Hammer unions are ideal for use in the Oil and Gas industry, but also find applications in other markets. With a threaded male and female connection (or butt-welded for higher operating pressure), they connect flow-lines or temporary pipes quickly and easily. Safety during drilling and rigging operations is essential, making the correct utilization of hammer unions a critical production task. As such, it is also important to protect hammer union threads to ensure safe and secure connections.
History and Development of Hammer Unions
Hammer unions are rotary-based connections developed in the 1950s. Since then, manufacturers have continued producing the components based on the initial manufacturing standards. These standards include many different types of figures that determine the safe use and joining combinations. In fact, hammer unions that oil and gas operations use may soon require the American Petroleum Institute (API) standard compliance for safety.
Figure 1502 Hammer Union
The figure number indicates the size and rated pressure of the union. The 1502 figure can withstand operating pressures of up to 15000psi on a two-inch pipe. Male hammer union threads connect to the wing nut (female) subparts. Then, operators hammer securely with a sledgehammer to create the seal. It remains a popular connection type in the drilling industry but does not fall under any specific API standard for size or interoperability.
API is currently conducting research and investigating the standardization of hammer unions due to a number of safety concerns raised. Incidents, where the connections have failed, are widely reported, and addressing these issues is now an industry priority.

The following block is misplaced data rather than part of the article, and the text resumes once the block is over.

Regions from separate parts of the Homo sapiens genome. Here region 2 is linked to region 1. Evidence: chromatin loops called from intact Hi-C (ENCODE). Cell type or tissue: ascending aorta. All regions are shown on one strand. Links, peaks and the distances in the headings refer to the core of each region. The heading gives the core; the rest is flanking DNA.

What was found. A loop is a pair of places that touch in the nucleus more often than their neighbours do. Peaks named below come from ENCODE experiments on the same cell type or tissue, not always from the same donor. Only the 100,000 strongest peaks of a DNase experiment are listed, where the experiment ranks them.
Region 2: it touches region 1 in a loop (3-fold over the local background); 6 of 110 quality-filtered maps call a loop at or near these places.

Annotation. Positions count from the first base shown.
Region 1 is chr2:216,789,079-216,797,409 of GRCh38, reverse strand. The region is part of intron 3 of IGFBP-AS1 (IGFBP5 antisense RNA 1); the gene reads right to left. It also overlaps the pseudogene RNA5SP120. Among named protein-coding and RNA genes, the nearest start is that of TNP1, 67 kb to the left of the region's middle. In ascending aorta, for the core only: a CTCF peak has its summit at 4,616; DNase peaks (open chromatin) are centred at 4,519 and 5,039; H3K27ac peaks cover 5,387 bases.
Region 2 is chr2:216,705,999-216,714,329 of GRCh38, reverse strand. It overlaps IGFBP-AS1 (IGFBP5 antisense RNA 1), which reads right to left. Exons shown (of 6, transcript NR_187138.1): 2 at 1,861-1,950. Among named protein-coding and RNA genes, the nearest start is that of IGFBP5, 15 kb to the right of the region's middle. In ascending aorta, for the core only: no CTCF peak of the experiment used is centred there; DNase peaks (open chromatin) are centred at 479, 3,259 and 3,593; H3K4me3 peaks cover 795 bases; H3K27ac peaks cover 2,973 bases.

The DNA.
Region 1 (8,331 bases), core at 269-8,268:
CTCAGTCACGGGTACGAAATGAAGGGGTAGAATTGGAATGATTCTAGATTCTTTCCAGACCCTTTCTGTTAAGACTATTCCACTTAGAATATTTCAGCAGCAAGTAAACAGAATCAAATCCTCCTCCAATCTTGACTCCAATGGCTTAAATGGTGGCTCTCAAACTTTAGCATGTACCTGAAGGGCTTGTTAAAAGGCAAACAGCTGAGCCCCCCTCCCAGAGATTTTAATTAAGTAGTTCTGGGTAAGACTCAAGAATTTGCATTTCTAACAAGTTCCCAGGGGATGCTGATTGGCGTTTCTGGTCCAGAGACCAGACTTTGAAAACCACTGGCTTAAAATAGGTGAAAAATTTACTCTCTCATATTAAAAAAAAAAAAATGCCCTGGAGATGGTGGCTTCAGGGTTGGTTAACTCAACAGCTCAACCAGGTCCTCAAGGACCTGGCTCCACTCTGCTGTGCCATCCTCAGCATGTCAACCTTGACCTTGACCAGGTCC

API Recommended Procedure
Due to historical designs of the components, some different figures are miss-matched in error during installation. To reduce the risk to staff and environments, API issued a Recommended Procedure (RP) that address the incorrect make-up of hammer unions.
Companies use different types of hammer unions during operations. While correct matching is critical, they reported numerous incidents where 402, 602, and 1002 wing nut subs had wrong connections to figure 1502 male subs. Unfortunately, this happens as thread profiles are similar, and operators believe a safe connection is in place. However, they are not aware that there’s an actual reduction in safe operating pressure.
API Procedural Safety Procedure
Some of the key recommendations in the API RP include:
- Use only Figure 1502 hammer unions for all operations and replace all other components
- Mark all components clearly with stamping to ensure no faulty connections
- Implement PTW (Permit to Work) and Job Safety Analysis (JSA) for each hammer union connection performed
- Color-code different types of hammer unions
Ensuring Safe Operations during Production
While the above API RP will reduce the chances of incorrect connections, the protection of the hammer union threads remains an important factor for safe operations. Damaged threads can cause failures during high-pressure operations, causing damage to either staff or the environment.
To protect the integrity of your hammer union threads, contact NOV’s Tuboscope MSI Pipe Protection Technologies today. They provide high-quality figure 1502 thread protection equipment that ensures improved safety and reduces production downtime. You may call us toll-free at 1-877-276-9208 for immediate assistance.